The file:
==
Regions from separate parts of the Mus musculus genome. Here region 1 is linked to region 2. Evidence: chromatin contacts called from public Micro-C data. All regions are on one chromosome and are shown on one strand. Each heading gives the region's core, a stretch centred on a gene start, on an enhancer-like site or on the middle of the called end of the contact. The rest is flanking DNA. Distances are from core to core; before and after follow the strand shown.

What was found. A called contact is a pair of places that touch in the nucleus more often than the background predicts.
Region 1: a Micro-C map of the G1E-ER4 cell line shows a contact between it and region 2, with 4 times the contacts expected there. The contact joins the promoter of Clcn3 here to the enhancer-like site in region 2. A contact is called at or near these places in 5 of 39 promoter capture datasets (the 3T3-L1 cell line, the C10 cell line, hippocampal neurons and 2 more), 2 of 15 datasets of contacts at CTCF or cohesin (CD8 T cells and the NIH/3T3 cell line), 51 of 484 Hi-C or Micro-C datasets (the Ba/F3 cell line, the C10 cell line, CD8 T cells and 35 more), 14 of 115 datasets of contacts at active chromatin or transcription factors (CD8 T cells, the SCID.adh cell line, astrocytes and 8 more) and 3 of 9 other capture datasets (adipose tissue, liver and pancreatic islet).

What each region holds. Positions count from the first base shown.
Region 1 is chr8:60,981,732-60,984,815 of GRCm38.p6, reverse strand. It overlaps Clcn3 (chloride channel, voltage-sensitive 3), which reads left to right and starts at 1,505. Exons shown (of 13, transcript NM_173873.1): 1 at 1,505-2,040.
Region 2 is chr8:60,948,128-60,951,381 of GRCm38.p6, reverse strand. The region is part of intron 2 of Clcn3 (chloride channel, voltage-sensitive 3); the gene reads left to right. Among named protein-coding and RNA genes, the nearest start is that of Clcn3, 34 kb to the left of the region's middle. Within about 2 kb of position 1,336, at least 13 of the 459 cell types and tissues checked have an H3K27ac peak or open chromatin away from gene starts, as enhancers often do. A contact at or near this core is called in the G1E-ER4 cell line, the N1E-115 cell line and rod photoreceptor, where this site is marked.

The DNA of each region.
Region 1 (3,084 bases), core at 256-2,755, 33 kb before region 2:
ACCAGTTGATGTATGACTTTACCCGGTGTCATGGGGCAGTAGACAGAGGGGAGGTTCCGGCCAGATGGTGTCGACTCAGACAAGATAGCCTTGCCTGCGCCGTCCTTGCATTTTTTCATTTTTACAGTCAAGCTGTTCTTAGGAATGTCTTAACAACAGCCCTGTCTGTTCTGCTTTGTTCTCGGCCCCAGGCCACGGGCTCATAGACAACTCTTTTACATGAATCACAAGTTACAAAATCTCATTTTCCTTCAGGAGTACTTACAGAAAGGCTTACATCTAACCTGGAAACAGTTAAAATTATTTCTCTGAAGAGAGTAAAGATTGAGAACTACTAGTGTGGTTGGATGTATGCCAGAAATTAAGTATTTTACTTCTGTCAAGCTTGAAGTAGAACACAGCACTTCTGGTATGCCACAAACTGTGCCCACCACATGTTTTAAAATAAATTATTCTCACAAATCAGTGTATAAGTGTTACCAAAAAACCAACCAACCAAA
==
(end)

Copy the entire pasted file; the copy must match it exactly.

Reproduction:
Regions from separate parts of the Mus musculus genome. Here region 1 is linked to region 2. Evidence: chromatin contacts called from public Micro-C data. All regions are on one chromosome and are shown on one strand. Each heading gives the region's core, a stretch centred on a gene start, on an enhancer-like site or on the middle of the called end of the contact. The rest is flanking DNA. Distances are from core to core; before and after follow the strand shown.

What was found. A called contact is a pair of places that touch in the nucleus more often than the background predicts.
Region 1: a Micro-C map of the G1E-ER4 cell line shows a contact between it and region 2, with 4 times the contacts expected there. The contact joins the promoter of Clcn3 here to the enhancer-like site in region 2. A contact is called at or near these places in 5 of 39 promoter capture datasets (the 3T3-L1 cell line, the C10 cell line, hippocampal neurons and 2 more), 2 of 15 datasets of contacts at CTCF or cohesin (CD8 T cells and the NIH/3T3 cell line), 51 of 484 Hi-C or Micro-C datasets (the Ba/F3 cell line, the C10 cell line, CD8 T cells and 35 more), 14 of 115 datasets of contacts at active chromatin or transcription factors (CD8 T cells, the SCID.adh cell line, astrocytes and 8 more) and 3 of 9 other capture datasets (adipose tissue, liver and pancreatic islet).

What each region holds. Positions count from the first base shown.
Region 1 is chr8:60,981,732-60,984,815 of GRCm38.p6, reverse strand. It overlaps Clcn3 (chloride channel, voltage-sensitive 3), which reads left to right and starts at 1,505. Exons shown (of 13, transcript NM_173873.1): 1 at 1,505-2,040.
Region 2 is chr8:60,948,128-60,951,381 of GRCm38.p6, reverse strand. The region is part of intron 2 of Clcn3 (chloride channel, voltage-sensitive 3); the gene reads left to right. Among named protein-coding and RNA genes, the nearest start is that of Clcn3, 34 kb to the left of the region's middle. Within about 2 kb of position 1,336, at least 13 of the 459 cell types and tissues checked have an H3K27ac peak or open chromatin away from gene starts, as enhancers often do. A contact at or near this core is called in the G1E-ER4 cell line, the N1E-115 cell line and rod photoreceptor, where this site is marked.

The DNA of each region.
Region 1 (3,084 bases), core at 256-2,755, 33 kb before region 2:
ACCAGTTGATGTATGACTTTACCCGGTGTCATGGGGCAGTAGACAGAGGGGAGGTTCCGGCCAGATGGTGTCGACTCAGACAAGATAGCCTTGCCTGCGCCGTCCTTGCATTTTTTCATTTTTACAGTCAAGCTGTTCTTAGGAATGTCTTAACAACAGCCCTGTCTGTTCTGCTTTGTTCTCGGCCCCAGGCCACGGGCTCATAGACAACTCTTTTACATGAATCACAAGTTACAAAATCTCATTTTCCTTCAGGAGTACTTACAGAAAGGCTTACATCTAACCTGGAAACAGTTAAAATTATTTCTCTGAAGAGAGTAAAGATTGAGAACTACTAGTGTGGTTGGATGTATGCCAGAAATTAAGTATTTTACTTCTGTCAAGCTTGAAGTAGAACACAGCACTTCTGGTATGCCACAAACTGTGCCCACCACATGTTTTAAAATAAATTATTCTCACAAATCAGTGTATAAGTGTTACCAAAAAACCAACCAACCAAA